WASHINGTON — Donald Trump, billing himself as “Mr. Brexit,” is predicting an electoral upset come Election Day that he boasts will amount to “Brexit times 10.”
The Republican presidential nominee is banking on a populist surge similar to the one that approved Britain's departure from the European Union in June, causing worldwide upheaval.
But even though polls have tightened in the final week of the campaign, Trump — to realize his Brexit dreams — still needs to win states that have voted Democrat in recent elections to overcome Hillary Clinton’s advantage in the Electoral College math.
So the billionaire businessman this week has campaigned in New Mexico, Michigan, and Wisconsin in addition to the usual swing states. Trump is also making a play for the strongly blue-leaning states of Colorado and Pennsylvania as part of a $25 million ad buy.
“There are lots of working-class voters in those states who respond positively to Donald Trump’s message,” said John McLaughlin, a GOP pollster working for Trump. “He’s motivating people. The Clinton campaign often tells people they have a machine. OK, they have a machine, but we got a mob.”
Clinton’s lead has narrowed from an average of more than 5 points just a week ago to less than 2, reflecting the volatility in polling all year. Even so, nonpartisan pollsters and economists dismiss Trump’s hopes of a Brexit-like wave and say his claims of a “silent majority” not being captured in the polls are overblown.
“It’s wishful thinking. It’s storytelling,” said Justin Wolfers, an economist and public policy professor at the University of Michigan. “He needs more than Brexit. If all that happened was a populist surprise seen with the Brexit vote, Donald Trump would still lose the election” because of his Electoral College deficit.
David Rothschild, an economist at Microsoft Research who analyzes polling and prediction markets, said never in the last four presidential election cycles has a candidate down by more than 5 points in any swing state polls come back to win that state. Not to mention the fact that Clinton is dramatically outspending Trump on voter mobilization, a disparity Rothschild said has never existed before.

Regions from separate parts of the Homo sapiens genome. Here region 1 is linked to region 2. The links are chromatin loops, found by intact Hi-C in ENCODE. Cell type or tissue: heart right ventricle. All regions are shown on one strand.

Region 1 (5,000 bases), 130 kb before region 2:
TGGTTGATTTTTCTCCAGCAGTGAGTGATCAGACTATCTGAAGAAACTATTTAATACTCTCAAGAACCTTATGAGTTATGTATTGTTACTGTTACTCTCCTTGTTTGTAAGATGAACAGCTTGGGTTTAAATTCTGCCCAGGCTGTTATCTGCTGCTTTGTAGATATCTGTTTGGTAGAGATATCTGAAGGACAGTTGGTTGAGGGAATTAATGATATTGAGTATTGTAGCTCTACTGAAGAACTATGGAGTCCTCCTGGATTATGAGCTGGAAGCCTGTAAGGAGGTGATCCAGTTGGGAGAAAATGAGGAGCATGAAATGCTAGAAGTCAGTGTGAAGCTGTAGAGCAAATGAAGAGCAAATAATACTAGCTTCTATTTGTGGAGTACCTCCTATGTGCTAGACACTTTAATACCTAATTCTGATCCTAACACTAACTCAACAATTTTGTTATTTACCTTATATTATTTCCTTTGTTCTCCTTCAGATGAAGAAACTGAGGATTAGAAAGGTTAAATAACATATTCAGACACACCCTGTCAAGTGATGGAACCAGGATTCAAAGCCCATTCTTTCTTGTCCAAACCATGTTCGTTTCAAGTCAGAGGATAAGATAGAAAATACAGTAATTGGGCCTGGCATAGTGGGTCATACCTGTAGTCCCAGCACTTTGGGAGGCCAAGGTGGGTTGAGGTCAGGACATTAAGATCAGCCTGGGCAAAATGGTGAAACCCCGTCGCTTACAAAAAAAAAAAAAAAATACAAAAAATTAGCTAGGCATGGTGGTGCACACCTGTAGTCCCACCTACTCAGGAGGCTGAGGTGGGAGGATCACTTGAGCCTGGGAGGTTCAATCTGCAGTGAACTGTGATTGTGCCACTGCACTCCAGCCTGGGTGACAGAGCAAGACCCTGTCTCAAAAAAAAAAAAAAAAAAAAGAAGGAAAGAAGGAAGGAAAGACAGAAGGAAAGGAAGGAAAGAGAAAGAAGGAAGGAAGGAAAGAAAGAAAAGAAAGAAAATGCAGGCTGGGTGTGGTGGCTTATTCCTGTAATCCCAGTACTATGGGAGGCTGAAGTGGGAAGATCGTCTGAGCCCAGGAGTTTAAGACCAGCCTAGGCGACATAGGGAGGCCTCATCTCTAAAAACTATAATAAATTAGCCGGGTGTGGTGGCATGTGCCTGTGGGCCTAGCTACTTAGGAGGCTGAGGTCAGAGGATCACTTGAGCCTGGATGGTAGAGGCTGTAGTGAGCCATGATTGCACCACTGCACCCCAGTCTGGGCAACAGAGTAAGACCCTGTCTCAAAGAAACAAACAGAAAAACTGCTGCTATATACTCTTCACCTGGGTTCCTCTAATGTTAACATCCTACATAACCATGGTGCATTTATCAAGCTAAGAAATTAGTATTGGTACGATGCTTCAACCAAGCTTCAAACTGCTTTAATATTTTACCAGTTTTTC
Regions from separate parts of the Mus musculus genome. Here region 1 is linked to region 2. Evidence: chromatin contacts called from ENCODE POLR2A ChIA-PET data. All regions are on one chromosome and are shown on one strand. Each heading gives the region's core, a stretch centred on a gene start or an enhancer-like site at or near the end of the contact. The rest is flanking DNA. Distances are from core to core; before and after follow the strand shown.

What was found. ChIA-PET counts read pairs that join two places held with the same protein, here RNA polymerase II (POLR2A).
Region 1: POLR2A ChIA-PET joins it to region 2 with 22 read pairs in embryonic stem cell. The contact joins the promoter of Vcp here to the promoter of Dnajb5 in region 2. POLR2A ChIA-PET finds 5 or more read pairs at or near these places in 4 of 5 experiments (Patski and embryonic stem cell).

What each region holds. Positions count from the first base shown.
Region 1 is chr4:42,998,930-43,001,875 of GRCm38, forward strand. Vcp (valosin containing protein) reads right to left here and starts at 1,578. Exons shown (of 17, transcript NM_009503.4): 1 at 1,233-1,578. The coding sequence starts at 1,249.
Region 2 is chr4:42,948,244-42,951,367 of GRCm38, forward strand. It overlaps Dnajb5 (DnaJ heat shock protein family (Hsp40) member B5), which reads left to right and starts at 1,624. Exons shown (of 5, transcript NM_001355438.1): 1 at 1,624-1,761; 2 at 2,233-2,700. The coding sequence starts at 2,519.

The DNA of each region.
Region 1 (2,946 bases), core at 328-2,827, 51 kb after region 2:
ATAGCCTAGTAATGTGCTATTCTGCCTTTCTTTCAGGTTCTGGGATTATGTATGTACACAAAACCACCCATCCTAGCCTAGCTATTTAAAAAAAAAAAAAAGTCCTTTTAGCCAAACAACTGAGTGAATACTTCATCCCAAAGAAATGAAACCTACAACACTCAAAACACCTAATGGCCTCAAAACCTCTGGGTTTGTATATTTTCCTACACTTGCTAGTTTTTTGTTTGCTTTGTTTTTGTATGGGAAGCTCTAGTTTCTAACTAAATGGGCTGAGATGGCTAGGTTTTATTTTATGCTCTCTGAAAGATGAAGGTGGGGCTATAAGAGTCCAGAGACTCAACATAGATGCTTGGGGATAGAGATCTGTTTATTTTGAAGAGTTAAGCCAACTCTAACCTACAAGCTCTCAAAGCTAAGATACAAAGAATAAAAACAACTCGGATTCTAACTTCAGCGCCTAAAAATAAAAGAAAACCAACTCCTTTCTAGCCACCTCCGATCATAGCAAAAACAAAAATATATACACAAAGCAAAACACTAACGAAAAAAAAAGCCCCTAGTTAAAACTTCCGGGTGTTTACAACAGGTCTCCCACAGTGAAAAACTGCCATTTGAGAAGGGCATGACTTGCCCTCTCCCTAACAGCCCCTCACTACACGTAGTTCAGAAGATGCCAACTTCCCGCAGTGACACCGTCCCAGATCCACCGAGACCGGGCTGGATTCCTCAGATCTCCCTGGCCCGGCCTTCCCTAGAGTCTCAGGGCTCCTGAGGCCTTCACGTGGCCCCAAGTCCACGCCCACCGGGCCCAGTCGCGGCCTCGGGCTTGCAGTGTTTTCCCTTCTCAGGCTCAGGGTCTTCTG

Trump’s comparisons to
Brexit are correct in only one aspect, Rothschild said: “If he gets elected, there would be a massive economic catastrophe.”
Still, one can see why Trump would visit Michigan as part of his Brexit surprise strategy. Michigan pollster Steve Mitchell said Trump has reason to believe that he could capture some of the state’s older Bernie Sanders supporters who are concerned about trade.
Sanders beat Clinton in Michigan’s primary 50-to-48 in an upset that no polls predicted, winning on his message of “disastrous” trade deals.
The latest Fox 2 Detroit/Mitchell Poll released Wednesday showed Clinton’s edge closing from 7 points to 3 points.
To find out whether a silent Trump base is being missed by pollsters, Mitchell plans to ask poll respondents for the first time Thursday whether voters are afraid to say they support Trump.
“It can be socially unacceptable in some circles to be for Trump because others perceive you to be misogynistic and xenophobic,” Mitchell said. “Trump does better on automated or online polling because they don’t want to tell a live person they are voting for Trump.”
Brexit’s strongest analogy to this country’s presidential campaign is a political one, pollsters say. Voters have been yearning for change, suspicious of globalization, and angry about immigration and declining economic opportunities.
Britain’s referendum resulted in an enormous voter turnout of 72 percent, a figure not seen in a US presidential election since 1900. Turnout in recent decades has hovered in the 50s, with a high of 58 percent of the voting age population in 2008, when Barack Obama was elected, according to The American Presidency Project at UC Santa Barbara..
Nigel Farage, a member of the European Parliament and Brexit champion who reportedly helped coach Trump for the second presidential debate, wrote in the Washington Post that Trump, like Brexit, will mobilize a large number of nonvoters to the polls.
Mitchell said people who don’t usually vote could account for 3 or 4 percent of the electorate in Michigan, and would heavily support Trump.
This week in Michigan, which has not voted for a Republican presidential candidate since 1988, Trump pronounced the American people “victims of a corrupt system.”
“Trying to flip the upper Midwest with lots of white blue-collar voters doesn’t seem like the worst thing he could do, even if it’s a long shot, because everything else is a longer shot,” said Charles Franklin, director of the Marquette Law School Poll in Wisconsin, where Clinton leads by almost 6 points.
Trump, who was in Scotland touring one of his golf courses during the Brexit vote, has long painted similarities between disgruntled British voters longing to leave the European Union and his campaign’s US supporters.
“I see a big parallel,” Trump said following the vote. “People want to take their country back . . . . They want to take their borders back.
“They want to take a lot of things back,” he said. “So, I think you’re going have this happen more and more. I really believe that, and I think it’s happening in the United States.”
He even raised money off the vote, sending an e-mail appeal to donors praising voters in the United Kingdom for choosing to leave “the flawed and failing European Union and reassert control over their borders, politics and economy, taking a brave stand for freedom and independence.”